IRA Bomb Kills 29 in Omagh. Oliver Cromwell in Ireland. Jack Lynch Taoiseach on this day in Irish History.

August 15: TODAY in Irish History:

_______________________________________________________________________

Today in Irish History: Curated by Conor Cunneen IrishmanSpeaks

Chicago Motivational Humorous Business Speaker, Author and History buff.

__________________________________________________________________________

For the Love of Being Irish

BUY Author signed copy of For the Love of Being Irish For a unique perspective on Ireland featuring History and Humor.

————————————————————————————————————————————–

August 15: TODAY in Irish History:

1649: Oliver Cromwell arrives in Ireland and soon all hell will break lose. Indeed, Cromwell will famously tell the Irish “To Hell or Connaught.” Cromwell had been appointed by Parliament as Lord Lieutenant of Ireland, and landed at Dublin with troop numbers of at least 13,000.

.

Oliver Cromwell at Today in Irish History portrait British National Portrait Gallery

.

Over the next few months, he would lay siege to Drogheda and massacre most of the inhabitants. Soon Wexford would suffer the same fate where an estimated 2,000 defenders and civilians were shown no quarter. In both cities, it is estimated at least 2,000 civilians died. Clonmel and Kilkenny were the only cities where Cromwell showed mercy to the inhabitants.

Cromwell’s defenders will claim that his actions were not so much anti-Irish as anti-Catholic and that it was not unusual in those days to put a besieged town to the sack. It’s not an argument the Irish have much sympathy for and he is probably the most reviled person in Irish history and indeed Scotland. By the time he left Ireland in 1650, he had destroyed any serious resistance to English occupation.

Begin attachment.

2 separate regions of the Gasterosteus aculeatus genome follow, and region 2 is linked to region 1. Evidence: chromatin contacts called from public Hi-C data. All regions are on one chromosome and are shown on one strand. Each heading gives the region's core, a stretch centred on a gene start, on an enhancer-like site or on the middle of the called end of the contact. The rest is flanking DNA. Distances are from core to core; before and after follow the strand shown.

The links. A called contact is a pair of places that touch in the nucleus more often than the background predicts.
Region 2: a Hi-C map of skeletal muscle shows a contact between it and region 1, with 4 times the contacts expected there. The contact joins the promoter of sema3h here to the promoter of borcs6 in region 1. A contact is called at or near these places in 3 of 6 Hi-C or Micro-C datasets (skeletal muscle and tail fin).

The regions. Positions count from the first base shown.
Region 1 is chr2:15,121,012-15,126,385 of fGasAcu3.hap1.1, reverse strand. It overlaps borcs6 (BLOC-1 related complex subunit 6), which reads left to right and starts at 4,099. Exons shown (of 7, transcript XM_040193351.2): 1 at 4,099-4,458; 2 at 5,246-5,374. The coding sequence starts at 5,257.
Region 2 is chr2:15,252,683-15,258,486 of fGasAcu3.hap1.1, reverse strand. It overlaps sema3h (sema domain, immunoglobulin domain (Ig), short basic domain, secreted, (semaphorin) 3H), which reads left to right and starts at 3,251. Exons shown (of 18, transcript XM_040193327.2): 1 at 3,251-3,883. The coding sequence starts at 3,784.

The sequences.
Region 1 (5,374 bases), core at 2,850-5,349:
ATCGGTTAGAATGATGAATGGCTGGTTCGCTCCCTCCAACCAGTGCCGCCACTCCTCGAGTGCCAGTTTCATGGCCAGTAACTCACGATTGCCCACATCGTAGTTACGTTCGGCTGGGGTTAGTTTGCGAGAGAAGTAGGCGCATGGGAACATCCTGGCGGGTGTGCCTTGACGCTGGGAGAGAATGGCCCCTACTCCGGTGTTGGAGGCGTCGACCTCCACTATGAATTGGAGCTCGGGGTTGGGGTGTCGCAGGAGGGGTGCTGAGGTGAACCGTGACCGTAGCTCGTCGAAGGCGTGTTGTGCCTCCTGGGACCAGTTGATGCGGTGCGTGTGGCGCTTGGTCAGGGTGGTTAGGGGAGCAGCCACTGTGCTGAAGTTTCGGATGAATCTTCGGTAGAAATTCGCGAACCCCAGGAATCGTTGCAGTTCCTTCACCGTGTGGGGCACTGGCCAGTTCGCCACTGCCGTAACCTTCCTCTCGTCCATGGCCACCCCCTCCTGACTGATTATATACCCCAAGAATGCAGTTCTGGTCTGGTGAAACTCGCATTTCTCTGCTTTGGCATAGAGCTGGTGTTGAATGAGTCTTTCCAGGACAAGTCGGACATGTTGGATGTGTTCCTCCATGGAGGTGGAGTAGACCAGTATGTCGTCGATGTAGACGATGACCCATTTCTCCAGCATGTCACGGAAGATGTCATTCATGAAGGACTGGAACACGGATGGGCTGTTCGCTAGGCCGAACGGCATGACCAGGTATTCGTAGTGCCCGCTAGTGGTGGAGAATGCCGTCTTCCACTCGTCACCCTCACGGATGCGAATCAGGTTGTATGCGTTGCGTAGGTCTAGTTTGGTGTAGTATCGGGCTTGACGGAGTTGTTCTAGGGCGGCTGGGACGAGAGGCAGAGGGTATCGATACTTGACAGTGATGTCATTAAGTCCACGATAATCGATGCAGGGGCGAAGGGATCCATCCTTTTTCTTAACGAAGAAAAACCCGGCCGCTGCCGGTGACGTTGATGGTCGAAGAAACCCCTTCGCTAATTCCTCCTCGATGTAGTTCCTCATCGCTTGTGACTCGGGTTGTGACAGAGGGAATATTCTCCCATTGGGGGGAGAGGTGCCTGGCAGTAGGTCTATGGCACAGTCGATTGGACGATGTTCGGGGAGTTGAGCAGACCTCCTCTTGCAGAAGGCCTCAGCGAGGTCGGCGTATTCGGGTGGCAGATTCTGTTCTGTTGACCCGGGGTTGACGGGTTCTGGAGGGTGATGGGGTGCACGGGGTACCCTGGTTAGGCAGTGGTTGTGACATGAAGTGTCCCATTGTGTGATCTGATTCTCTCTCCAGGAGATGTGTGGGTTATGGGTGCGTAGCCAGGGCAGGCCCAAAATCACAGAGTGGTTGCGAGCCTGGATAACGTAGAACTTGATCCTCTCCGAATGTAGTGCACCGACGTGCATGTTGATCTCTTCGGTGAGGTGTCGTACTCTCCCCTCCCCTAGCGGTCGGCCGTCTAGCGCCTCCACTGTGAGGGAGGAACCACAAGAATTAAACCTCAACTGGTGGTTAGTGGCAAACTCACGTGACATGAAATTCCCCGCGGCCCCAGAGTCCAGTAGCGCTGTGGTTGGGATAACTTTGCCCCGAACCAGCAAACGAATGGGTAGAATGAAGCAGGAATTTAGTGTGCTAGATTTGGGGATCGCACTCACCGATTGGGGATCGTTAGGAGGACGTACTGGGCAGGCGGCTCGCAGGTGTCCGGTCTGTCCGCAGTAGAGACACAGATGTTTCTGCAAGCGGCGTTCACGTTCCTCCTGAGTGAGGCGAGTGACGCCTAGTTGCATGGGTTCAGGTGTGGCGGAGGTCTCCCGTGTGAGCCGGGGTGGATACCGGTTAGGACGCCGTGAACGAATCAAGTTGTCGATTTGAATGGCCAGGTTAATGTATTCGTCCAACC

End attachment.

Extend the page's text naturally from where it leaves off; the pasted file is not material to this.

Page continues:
Tragically, the effects of Cromwell on Irish History would still be playing out 349 years later on this day with the Omagh bombing of 1998. See below.

.

1917: Jack Lynch, Taoiseach and GAA Hurling star is born in Cork.

.

.

Lynch was Taoiseach during a particularly difficult time in 20th Century Irish history 1966-1973 when the Troubles in Northern Ireland erupted and a Southern government was riven by actions that should be taken. He sacked two ministers Charles Haughey and Neil Blaney for their alleged involvement in diverting government funds to support IRA gun-running. In criminal proceedings, both were found not guilty of gun running although Haughey – probably the most corrupt politician in  Republic of Ireland history –  probably perjured himself during the trial.

Despite some mis-steps, Lynch’s even hand ensured relatively good relationships with  Britain during an explosive period including the Bloody Sunday shootings and the burning of the British Embassy in Dublin .

Lynch’s second tenure in power between 1977-1979 was riven by internal Fianna Fail disquiet as Charles Haughey engineered his successful efforts to gain leadership of the party and thus Taoiseach. Although a likeable man, Lynch was not above blatant manoevering for political benefit. Fianna Fail’s return to power in 1977 was on the back of a promise to abolish rates on private houses – an action that was totally unjustified and one that the Irish economy still suffers from today supported as it is by a very narrow tax base.